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The SSOC Staff Coaches are constantly discussing programming, clients, injuries, form issues, useful cues, and all sorts of other interesting things on the Slack App that we use for inter-company communication. We had an excellent discussion this morning about the squat progession and the relationship that is played out between “Knees Forward and Out” and “Hips Back” as part of the timing/cadence in a proper squat. The discussion was as follows…

Matt Reynolds [7:43 AM]

From going through videos this morning, I have an idea of a video that needs to be made: “Squat Cadence”….I’m seeing alot of people sit way back early and not let their knees move at all in the beginning. Then as they descend, their knees continue to come forward all the way to the bottom. What’s interesting, is that SOME of these people actually get in a decent position in the bottom, but everything got there in the wrong order.

And IF they get there in the wrong order on the way down, even if the concentric phase is OK when the weight is LIGHT, it won’t be when it gets really heavy. When these people get to heavy fatigued sets of 5, or even worse triples, doubles, and singles preparing for a meet, then those knees are going to be impossible to stop in the bottom and they WILL flex forward as they try to squat the weight up.

We have to teach these people that as soon as they break at the hips and knees, they MUST shove the knees FORWARD and OUT over the toes and BEND OVER ALOT (nipples to the floor). (They don’t have a problem sitting back early. The problem is that they don’t continue to sit back in the bottom, because they blew their load early on the “hips back.”)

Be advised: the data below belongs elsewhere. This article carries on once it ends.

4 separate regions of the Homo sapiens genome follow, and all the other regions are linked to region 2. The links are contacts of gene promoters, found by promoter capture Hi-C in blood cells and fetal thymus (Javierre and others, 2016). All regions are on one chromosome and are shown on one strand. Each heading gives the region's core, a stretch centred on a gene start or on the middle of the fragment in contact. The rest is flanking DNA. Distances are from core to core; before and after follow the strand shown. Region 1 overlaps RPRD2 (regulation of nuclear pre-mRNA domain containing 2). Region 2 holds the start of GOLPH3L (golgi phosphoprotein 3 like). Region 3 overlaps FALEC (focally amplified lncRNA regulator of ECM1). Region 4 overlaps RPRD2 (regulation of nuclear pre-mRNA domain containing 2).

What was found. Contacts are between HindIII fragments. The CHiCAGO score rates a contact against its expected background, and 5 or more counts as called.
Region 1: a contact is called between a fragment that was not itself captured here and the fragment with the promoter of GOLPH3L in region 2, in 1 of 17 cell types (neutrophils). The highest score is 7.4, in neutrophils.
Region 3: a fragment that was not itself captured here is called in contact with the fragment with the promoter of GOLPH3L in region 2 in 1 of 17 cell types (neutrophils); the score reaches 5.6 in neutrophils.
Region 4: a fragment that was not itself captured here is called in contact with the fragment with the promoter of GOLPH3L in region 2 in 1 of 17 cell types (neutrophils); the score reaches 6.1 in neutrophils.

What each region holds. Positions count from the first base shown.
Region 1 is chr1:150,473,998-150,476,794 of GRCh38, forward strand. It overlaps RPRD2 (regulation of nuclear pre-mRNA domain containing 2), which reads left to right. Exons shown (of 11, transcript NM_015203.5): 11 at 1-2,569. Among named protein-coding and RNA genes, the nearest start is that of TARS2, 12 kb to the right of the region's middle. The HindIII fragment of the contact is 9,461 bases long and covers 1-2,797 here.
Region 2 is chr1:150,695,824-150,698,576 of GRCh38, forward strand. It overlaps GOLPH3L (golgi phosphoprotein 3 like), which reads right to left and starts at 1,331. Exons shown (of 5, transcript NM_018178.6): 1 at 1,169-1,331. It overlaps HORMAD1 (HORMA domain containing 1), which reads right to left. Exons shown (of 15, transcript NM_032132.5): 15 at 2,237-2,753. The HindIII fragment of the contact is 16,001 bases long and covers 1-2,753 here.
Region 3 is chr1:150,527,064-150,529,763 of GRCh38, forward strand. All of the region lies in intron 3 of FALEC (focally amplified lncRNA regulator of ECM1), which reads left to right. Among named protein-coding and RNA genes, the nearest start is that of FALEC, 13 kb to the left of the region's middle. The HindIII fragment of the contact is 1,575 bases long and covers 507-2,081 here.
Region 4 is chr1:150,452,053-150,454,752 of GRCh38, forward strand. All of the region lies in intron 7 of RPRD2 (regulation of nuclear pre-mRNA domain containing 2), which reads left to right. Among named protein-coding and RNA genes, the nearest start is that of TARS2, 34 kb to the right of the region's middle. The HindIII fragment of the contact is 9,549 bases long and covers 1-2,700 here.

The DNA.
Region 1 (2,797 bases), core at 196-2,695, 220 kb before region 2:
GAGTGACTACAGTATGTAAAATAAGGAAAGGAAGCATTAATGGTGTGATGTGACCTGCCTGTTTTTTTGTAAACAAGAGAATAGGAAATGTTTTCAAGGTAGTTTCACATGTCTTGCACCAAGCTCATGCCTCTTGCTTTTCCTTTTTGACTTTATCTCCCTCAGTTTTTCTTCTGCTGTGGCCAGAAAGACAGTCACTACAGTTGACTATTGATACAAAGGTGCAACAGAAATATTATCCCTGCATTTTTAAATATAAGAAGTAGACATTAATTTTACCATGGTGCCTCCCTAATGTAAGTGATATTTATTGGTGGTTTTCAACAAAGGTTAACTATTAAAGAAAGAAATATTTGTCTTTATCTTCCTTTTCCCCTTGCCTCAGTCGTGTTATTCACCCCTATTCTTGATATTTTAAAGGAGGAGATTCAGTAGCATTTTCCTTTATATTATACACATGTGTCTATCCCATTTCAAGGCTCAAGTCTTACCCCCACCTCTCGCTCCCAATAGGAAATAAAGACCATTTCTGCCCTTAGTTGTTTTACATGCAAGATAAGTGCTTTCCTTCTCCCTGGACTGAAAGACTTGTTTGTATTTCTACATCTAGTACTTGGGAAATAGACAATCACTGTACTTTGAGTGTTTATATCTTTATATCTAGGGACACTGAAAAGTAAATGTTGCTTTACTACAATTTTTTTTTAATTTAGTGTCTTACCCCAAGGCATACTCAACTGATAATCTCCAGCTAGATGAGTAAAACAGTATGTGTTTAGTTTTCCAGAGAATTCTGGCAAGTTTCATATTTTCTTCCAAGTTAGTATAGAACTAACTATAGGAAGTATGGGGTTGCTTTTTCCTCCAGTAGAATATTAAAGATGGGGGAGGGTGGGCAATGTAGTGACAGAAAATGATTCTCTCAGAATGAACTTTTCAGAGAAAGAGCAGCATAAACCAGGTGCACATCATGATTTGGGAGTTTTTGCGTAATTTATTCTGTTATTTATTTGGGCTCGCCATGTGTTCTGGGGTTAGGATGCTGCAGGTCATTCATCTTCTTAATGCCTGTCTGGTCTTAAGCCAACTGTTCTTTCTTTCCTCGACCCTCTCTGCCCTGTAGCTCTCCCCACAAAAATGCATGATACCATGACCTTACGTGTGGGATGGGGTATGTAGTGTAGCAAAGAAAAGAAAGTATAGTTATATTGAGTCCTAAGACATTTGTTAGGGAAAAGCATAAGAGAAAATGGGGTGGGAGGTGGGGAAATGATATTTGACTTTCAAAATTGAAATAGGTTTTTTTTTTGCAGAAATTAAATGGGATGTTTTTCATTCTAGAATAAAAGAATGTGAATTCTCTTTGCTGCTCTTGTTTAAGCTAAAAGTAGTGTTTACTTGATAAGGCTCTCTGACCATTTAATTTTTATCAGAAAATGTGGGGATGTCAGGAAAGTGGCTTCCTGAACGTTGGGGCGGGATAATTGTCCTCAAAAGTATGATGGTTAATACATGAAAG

FREEZE those knees (and really the back angle as well) 1/3 of the way down. They DO NOT MOVE from this point forward. Once they are here they just keep sitting back and staying on midfoot until they hit the bottom and then shove their ass up (HIP DRAHVE) to stand up.

I see other people (I’m sure you guys do to) who are firing their knees BACKWARDS coming out of the hole of the squat (hips follow back and back angle becomes more horizontal = bad). I have a theory that this is a 2-fold problem:

1) These people are allowing the aforementioned knee movement to get into the bottom, so the “equal and opposite reaction” to stand back up to shove the knees BACK if you were letting them come forward all the way down.


2) They are heel squatters and want to shift back to their heels off the midfoot in a hurry on the way up, which we see dramatically increases moment on the hip and back (but not in a good way) all at once coming out of the hole.

Niki Sims [8:08 AM]

Definitely seen this, too. TUBOW helps a lot associated with the cue to set the knees sooner. Cueing midfoot helps when they push the hips back and shift into their heels. It also helps to let them know they’ll feel slightly *less* leaned over on the way up when were fixing this, but that has to be used carefully so they don’t go over board

Some times cueing them to keep their elbows down helps if they’re getting more horizontal on the way up, that is if we’ve already fixed a too-wide grip

Jayson Ball [9:00 AM]

I’ve been able to fix the knee issue (get knee position set 1/3-1/2 of the way into the descent) with TUBOW. The existing TUBOW video says “make sure the knees touch midway down the descent). I would be happy to may a “cadence” video, though, explicitly talking about this AND back angle.

Matt Reynolds [9:01 AM]

Yes, agreed on TUBOW – I need to get clients an easy to get a good one. Most use a single piece of wood or foam roller – its not substantial enough

Andrew Jackson [9:09 AM]

@matt_reynolds I think you hit the nail on the head for one of the biggest problems I’ve personally had as a lifter and commonly as a coach. It is a movement pattern that has to be fixed early because it completely changes loading on the hips and hip drive out of the hole. It’s insidious because you can get away with it at lighter weights but will always limit your heavy single. I also think it’s a major contributor to patellar femoral sensations.